Judge Jeanine Pirro: “They Kill Americans? They’re Terrorists!”

Published on Jan 31, 2015 by Steven Laboe

Judge Jeanine Pirro’s Blistering Opening Statement on Barack Obama’s continued denial to refer to the Taliban as Terrorists


State Dept Won’t Label Taliban Attack that Killed Three American Civilians as Terrorism


January 30, 2015 

The White House has already doubled down this week saying that the Taliban is an armed insurgency and not a terrorist group. The State Department is now joining the White House in not saying whether the Taliban is a terrorist group.

The Taliban has taken credit for killing three American soldiers at the Kabul airport Thursday. At the State Department press briefing Friday, State Department spokeswoman Jennifer Psaki danced around a the question if the attack on the American soldiers was an act of terrorism.

Psaki repeated the story back to the reporter who asked the question and mentioned that the Justice Department has already spoken on the subject and that there is an investigation into the situation.

“I’m not going to put new labels on the situation today,” Psaki said.

How Long Until ISIS is Elevated to Coveted Position of “Insurgency”

Eric Schultz

Eric Schultz

CSP, by Kyle Shideler, Jan. 29, 2015:

In the kinds of moments we have seen repeatedly from press officials forced to defend the largely indefensible security policies of the Obama Administration, White House Spokesman Eric Schultz struggled to justify to Reporter John Karl why the White House’s decision to release 5 high-level Guantanamo Bay detainees in exchange for suspected deserter Bowe Bergdahl was some how superior in strategy and morals, to the contemplation of Jordanian officials to return a failed female suicide bomber, in exchange for a Jordanian fighter pilot captured by the Islamic State. Schultz attempted to argue that the Administration released the five, who all held senior positions with the Taliban, because the war in Afghanistan was “winding down” and prisoner exchanges are standard fare at the conclusion of a conflict. Schultz stressed that the Taliban was an “armed insurgency” where as the Islamic state was merely a “terrorist group” and the United States opposes negotiating with terrorists. Despite push back from Karl, who pointed out that there was no qualitative difference in behavior between the two groups, and that the Taliban continued to attack U.S and coalition forces making the “winding down a war” claim disingenuous at best, Schultz was apparently unmoved.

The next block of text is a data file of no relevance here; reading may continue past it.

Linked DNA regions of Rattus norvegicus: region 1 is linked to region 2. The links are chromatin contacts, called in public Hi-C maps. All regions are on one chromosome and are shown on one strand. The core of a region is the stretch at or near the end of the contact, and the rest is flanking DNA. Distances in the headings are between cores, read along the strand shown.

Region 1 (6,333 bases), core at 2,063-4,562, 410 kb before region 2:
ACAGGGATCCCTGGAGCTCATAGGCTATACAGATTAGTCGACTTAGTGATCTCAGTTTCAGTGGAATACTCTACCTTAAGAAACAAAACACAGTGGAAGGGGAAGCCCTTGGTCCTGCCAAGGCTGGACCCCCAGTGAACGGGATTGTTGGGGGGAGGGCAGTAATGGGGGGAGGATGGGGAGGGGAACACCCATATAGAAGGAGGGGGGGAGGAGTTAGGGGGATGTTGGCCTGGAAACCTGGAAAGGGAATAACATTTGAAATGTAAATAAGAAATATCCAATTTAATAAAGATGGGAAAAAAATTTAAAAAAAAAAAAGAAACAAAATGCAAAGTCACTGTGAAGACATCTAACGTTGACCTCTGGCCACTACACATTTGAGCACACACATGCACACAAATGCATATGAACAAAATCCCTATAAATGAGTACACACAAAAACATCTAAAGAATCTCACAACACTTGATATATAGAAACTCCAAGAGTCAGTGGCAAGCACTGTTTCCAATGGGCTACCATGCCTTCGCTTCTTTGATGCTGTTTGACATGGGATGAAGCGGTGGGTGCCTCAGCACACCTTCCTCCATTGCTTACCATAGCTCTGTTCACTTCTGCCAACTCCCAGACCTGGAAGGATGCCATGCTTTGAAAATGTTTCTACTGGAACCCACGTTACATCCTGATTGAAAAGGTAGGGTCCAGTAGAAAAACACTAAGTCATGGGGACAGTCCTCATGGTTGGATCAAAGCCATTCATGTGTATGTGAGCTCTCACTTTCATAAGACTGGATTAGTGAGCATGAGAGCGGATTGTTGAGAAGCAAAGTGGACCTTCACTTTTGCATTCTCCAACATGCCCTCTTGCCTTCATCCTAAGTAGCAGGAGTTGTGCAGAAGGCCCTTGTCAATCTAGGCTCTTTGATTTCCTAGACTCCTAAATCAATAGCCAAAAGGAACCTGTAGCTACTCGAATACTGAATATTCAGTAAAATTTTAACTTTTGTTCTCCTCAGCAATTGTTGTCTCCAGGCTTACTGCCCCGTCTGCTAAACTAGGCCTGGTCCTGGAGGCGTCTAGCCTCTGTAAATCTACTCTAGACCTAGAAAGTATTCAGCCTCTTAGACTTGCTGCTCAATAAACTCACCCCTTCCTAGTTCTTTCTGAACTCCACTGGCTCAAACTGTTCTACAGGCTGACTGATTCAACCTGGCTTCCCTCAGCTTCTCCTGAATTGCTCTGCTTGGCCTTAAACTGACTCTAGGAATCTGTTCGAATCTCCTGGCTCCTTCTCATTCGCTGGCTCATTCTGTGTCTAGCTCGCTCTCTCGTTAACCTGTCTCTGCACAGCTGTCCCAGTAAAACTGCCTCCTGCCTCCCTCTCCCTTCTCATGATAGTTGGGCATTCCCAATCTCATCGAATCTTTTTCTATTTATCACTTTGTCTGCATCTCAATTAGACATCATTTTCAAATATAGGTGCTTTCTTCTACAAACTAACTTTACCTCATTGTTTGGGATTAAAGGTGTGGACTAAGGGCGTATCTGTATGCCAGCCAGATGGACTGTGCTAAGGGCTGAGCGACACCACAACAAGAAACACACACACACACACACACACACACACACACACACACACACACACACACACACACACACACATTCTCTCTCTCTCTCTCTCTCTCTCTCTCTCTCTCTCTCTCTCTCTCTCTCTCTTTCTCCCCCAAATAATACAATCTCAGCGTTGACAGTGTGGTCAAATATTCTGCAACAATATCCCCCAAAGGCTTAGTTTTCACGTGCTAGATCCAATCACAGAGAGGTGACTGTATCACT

While Karl did not have the opportunity to make the point, the ludicrousness of this claim is extended further because the Islamic State is indeed an armed insurgency, easily meeting established definitions. And by any reasonable metric the Taliban engages in terrorism. This is because, of course, both groups are jihadist organizations, motivated by precisely the same goals, and operating within the strategic doctrine for how Jihad should be waged, in accordance with Shariah, which calls for both the use of terror (“…strike terror into (the hearts of) the enemies of Allah… Sura 8:60) and the imposition of God’s law and governance over territory (“And fight them until there is no fitnah and [until] the religion, all of it, is for Allah… Sura8:39).